Those shareholders, however, will benefit nicely from the capital-return program. For one, Apple has increased its per-share dividend for the May 15, 2014, payout to $3.29 per common share. "We believe this is a meaningful increase for those shareholders who value income," said CEO Tim Cook, also on the call, "and we are planning for annual dividend increases going forward."
More money now, and more more-money in the future. "We are very proud that Apple is one of the largest dividend payers in the world, with annual payments of 11 billion," Maestri said.
Cook: Apple undervalued
Apple will also continue to sink billions into increasing its Wall Street–fave earnings per share (EPS) numbers through a third round of the aggressive share-repurchasing program that it initiated in March 2012, when it also fired up the dividend-payout plan.
"We're increasing the size of our share-repurchase authorization from 60 billion to 90 billion," Maestri said, noting that of that previous $60bn, $46bn had already been spent, even though there are seven fiscal quarters left until the program's authorization period ends in December 2015.
Ninety billion smackeroos is less than the $150bn that "activist investor" Carl Icahn had pressured Apple to authorize for stock repurchases last October when he met with Cook. At that time, he publicly argued, "You can borrow money so cheaply today. A company like Apple, it's going to cost them three billion a year to borrow this money, they're making, y'know, fifty-billion cash flow, and they can buy a stock that they all consider to be [valued] cheaply."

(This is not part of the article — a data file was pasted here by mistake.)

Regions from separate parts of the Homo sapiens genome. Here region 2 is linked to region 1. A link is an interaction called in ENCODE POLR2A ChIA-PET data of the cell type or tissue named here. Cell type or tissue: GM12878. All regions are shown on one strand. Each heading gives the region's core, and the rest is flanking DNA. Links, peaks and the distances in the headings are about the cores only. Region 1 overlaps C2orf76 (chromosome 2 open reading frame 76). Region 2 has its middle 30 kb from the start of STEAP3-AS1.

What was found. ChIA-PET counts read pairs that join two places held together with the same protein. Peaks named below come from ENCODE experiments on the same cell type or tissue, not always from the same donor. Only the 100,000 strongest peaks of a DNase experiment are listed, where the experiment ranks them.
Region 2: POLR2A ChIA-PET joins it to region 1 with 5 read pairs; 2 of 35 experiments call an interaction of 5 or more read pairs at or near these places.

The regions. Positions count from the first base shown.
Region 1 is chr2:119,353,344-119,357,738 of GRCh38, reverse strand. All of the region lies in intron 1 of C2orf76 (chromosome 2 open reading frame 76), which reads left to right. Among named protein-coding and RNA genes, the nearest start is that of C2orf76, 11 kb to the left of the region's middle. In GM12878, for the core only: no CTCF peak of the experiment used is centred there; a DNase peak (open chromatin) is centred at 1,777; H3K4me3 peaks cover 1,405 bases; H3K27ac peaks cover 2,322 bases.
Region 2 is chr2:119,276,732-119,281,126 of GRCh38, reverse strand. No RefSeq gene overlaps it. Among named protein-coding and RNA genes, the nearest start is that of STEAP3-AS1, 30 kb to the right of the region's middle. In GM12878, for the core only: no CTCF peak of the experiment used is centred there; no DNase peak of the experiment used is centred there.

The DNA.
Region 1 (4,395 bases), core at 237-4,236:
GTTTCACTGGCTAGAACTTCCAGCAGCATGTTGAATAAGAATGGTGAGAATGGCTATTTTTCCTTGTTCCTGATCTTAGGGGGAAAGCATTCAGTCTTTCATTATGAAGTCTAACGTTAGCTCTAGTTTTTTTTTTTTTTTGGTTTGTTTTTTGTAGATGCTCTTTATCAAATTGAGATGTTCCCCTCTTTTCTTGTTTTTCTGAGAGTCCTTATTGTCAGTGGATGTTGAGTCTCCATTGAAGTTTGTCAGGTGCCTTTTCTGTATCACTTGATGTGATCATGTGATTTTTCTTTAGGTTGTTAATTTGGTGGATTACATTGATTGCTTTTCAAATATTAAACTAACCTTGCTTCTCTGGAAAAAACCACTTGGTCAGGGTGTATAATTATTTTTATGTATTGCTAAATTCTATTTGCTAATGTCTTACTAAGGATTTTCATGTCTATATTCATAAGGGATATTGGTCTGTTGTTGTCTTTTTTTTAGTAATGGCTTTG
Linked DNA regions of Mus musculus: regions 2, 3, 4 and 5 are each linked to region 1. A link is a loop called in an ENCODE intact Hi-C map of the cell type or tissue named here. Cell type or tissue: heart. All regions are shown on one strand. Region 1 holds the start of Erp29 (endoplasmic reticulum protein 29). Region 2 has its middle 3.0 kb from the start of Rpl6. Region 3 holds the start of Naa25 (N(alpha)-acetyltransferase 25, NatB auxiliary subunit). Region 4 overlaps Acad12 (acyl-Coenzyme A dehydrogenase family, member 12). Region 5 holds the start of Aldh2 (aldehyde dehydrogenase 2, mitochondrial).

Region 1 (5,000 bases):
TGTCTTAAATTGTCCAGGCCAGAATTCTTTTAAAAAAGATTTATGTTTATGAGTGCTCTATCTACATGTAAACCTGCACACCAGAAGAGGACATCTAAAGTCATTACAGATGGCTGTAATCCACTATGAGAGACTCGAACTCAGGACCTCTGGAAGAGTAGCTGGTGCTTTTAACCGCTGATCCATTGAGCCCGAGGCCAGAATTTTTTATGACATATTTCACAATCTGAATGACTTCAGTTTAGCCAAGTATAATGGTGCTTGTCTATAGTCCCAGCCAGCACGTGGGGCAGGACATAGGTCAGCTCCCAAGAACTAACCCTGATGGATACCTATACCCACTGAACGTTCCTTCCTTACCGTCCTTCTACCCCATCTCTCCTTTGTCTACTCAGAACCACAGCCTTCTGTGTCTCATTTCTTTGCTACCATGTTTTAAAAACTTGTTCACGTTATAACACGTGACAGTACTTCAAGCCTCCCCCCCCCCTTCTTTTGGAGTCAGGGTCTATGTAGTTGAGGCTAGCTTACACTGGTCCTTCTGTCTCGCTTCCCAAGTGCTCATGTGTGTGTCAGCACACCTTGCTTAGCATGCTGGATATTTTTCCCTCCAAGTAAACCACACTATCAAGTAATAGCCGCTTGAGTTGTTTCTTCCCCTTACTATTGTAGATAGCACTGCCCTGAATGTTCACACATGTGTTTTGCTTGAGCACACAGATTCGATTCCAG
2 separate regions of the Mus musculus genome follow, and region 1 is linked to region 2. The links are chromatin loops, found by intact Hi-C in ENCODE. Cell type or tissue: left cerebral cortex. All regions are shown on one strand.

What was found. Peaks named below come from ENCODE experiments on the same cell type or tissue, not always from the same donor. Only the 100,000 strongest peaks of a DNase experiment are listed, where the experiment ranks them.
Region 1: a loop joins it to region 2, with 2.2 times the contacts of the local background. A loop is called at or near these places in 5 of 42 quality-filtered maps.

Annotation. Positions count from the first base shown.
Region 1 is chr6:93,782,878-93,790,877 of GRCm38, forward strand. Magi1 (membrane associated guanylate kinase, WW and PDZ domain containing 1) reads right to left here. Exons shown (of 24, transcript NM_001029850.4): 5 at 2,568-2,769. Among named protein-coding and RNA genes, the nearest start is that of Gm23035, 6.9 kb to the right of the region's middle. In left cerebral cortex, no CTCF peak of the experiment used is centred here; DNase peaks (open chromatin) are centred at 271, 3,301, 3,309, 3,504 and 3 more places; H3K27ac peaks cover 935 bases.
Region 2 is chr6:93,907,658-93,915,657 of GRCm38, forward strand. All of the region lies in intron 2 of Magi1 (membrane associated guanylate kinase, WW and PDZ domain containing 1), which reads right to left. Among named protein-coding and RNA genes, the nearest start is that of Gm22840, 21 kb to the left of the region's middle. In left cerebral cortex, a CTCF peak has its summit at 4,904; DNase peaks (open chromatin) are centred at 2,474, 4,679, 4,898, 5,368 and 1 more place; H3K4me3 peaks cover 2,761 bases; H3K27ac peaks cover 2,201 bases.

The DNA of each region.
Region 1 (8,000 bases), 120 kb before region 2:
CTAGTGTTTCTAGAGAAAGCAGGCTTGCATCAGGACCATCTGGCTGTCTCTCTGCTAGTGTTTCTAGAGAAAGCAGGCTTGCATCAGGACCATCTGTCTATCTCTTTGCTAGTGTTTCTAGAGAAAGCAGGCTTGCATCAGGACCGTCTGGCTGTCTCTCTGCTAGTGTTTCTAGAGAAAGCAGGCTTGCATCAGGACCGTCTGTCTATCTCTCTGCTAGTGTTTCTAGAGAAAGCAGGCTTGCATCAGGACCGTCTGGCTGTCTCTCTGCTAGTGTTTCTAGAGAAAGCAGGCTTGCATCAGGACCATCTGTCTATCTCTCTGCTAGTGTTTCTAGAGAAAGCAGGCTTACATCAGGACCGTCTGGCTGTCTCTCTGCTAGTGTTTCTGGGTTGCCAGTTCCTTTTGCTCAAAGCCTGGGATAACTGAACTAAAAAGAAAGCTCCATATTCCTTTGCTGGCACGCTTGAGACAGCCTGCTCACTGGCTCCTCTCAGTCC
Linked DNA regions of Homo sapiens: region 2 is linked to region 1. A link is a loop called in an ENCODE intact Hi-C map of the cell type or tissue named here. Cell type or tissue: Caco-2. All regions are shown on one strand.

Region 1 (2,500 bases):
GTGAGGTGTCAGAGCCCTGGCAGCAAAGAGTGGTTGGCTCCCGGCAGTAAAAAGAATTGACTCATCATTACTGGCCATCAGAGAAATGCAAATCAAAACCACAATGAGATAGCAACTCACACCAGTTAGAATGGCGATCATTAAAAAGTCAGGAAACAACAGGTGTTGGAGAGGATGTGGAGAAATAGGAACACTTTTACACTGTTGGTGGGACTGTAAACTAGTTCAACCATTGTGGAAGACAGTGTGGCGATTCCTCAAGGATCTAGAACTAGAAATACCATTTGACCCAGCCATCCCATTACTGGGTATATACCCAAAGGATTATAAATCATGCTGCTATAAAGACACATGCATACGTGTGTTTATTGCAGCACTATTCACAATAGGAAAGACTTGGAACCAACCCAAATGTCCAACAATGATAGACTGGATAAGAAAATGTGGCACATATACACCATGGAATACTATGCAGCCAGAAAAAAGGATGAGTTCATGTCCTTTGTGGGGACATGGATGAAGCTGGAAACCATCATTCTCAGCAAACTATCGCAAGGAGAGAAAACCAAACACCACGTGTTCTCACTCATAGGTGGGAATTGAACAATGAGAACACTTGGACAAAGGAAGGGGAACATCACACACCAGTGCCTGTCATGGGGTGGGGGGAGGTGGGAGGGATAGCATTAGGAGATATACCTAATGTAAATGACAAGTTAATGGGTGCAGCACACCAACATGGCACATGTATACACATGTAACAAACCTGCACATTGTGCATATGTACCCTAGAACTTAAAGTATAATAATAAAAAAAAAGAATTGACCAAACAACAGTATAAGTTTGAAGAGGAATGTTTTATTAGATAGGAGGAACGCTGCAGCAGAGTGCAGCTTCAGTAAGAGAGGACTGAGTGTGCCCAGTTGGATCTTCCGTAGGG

Cook's comments on Wednesday corroborate Icahn's statement about Apple's view of its own value. "We decided to continue to allocate the vast majority of the incremental capital return to share repurposes," he said, "because we believe our current stock price does not reflect the full value of the company."
Icahn eventually backed down from his insistence that Apple spend $150bn on a stock-repurchase program, and he now seems satisfied with the pace of what Meastri calls their "ASR" – accelerated share-repurchase – tweeting that he was "extremely pleased" with the latest moves.
These capital-return moves, which began two months after CFO Peter Oppenheimer dodged questions about what Apple planned to do with a mountain of cash that then stood at $97.6bn, are a far cry from Apple's attitude towards its cash during the Jobsian era.